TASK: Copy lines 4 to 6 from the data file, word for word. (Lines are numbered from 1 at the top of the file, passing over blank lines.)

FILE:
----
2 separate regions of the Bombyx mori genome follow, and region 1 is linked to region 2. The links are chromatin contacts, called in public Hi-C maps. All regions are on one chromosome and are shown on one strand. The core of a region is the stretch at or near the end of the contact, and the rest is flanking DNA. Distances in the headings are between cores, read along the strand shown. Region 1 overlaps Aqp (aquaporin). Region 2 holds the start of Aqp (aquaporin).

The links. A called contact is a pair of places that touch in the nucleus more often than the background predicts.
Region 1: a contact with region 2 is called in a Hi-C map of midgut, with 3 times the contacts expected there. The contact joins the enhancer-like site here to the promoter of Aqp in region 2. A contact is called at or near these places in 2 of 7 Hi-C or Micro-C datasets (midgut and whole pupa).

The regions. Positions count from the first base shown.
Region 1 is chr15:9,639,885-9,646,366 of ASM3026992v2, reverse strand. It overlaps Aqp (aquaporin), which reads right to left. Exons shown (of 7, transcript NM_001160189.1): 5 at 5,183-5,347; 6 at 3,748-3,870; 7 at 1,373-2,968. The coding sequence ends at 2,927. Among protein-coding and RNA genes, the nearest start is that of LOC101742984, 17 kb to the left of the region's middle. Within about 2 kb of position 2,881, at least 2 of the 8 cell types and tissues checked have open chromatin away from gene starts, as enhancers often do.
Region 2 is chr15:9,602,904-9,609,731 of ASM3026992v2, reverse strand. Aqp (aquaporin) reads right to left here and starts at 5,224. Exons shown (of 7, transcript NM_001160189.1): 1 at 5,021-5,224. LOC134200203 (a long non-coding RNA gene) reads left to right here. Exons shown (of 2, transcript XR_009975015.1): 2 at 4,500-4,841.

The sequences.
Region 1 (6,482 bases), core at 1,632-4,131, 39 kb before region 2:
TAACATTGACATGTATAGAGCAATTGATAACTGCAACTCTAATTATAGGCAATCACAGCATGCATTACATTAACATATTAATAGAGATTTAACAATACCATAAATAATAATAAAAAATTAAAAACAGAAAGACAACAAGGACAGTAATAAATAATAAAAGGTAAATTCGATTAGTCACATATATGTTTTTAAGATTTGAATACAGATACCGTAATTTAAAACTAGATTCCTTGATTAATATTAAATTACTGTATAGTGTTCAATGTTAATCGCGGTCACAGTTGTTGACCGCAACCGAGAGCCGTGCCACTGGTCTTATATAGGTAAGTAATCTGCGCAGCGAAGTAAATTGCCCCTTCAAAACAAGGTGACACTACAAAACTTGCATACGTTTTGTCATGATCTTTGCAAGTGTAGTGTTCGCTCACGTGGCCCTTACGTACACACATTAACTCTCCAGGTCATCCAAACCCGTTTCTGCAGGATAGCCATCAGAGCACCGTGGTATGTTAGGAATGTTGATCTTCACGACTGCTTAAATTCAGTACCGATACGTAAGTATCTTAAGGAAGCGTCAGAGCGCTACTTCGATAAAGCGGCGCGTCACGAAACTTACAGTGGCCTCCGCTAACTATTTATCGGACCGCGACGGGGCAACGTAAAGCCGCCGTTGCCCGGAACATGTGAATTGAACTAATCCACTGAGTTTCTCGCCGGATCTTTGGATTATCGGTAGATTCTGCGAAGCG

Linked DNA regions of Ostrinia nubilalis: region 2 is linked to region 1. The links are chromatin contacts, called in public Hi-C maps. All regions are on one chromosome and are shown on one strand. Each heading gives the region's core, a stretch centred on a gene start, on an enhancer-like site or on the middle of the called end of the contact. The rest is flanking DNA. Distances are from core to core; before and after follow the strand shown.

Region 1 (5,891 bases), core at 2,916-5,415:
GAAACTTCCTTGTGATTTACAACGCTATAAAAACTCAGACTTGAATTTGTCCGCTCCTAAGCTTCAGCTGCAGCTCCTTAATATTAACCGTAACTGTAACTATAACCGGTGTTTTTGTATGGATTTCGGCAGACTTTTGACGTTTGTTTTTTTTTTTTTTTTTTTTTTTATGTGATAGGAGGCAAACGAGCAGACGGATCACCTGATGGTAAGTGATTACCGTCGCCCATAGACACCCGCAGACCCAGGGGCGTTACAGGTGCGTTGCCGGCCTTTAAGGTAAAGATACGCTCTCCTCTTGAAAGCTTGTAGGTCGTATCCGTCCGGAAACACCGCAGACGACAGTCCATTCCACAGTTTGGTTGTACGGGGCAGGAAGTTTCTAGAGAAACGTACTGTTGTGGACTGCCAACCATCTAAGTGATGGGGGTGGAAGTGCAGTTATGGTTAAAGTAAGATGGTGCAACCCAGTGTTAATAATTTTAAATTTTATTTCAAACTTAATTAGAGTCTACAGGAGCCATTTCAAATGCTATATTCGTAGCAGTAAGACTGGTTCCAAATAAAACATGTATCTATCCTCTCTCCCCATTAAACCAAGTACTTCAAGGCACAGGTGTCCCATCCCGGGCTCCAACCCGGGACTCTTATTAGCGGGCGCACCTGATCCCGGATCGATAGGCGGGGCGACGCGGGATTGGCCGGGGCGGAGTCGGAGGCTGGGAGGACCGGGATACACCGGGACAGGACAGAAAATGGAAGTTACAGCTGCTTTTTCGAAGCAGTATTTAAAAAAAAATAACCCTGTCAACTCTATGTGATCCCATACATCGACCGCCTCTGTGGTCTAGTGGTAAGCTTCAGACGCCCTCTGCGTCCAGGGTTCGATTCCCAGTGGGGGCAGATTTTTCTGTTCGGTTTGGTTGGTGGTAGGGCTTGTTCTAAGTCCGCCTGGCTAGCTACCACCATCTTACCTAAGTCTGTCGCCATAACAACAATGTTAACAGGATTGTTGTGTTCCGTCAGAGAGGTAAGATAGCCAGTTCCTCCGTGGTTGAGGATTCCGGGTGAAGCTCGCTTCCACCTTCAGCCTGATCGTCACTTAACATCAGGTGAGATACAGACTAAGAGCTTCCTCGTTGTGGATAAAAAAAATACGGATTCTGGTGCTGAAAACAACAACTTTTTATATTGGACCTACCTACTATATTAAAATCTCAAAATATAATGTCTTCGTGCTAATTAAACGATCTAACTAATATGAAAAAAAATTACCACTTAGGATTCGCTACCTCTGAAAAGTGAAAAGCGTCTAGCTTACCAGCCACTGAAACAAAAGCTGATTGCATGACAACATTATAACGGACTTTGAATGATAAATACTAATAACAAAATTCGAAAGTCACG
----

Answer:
The regions. Positions count from the first base shown.
Region 1 is chr15:9,639,885-9,646,366 of ASM3026992v2, reverse strand. It overlaps Aqp (aquaporin), which reads right to left. Exons shown (of 7, transcript NM_001160189.1): 5 at 5,183-5,347; 6 at 3,748-3,870; 7 at 1,373-2,968. The coding sequence ends at 2,927. Among protein-coding and RNA genes, the nearest start is that of LOC101742984, 17 kb to the left of the region's middle. Within about 2 kb of position 2,881, at least 2 of the 8 cell types and tissues checked have open chromatin away from gene starts, as enhancers often do.
Region 2 is chr15:9,602,904-9,609,731 of ASM3026992v2, reverse strand. Aqp (aquaporin) reads right to left here and starts at 5,224. Exons shown (of 7, transcript NM_001160189.1): 1 at 5,021-5,224. LOC134200203 (a long non-coding RNA gene) reads left to right here. Exons shown (of 2, transcript XR_009975015.1): 2 at 4,500-4,841.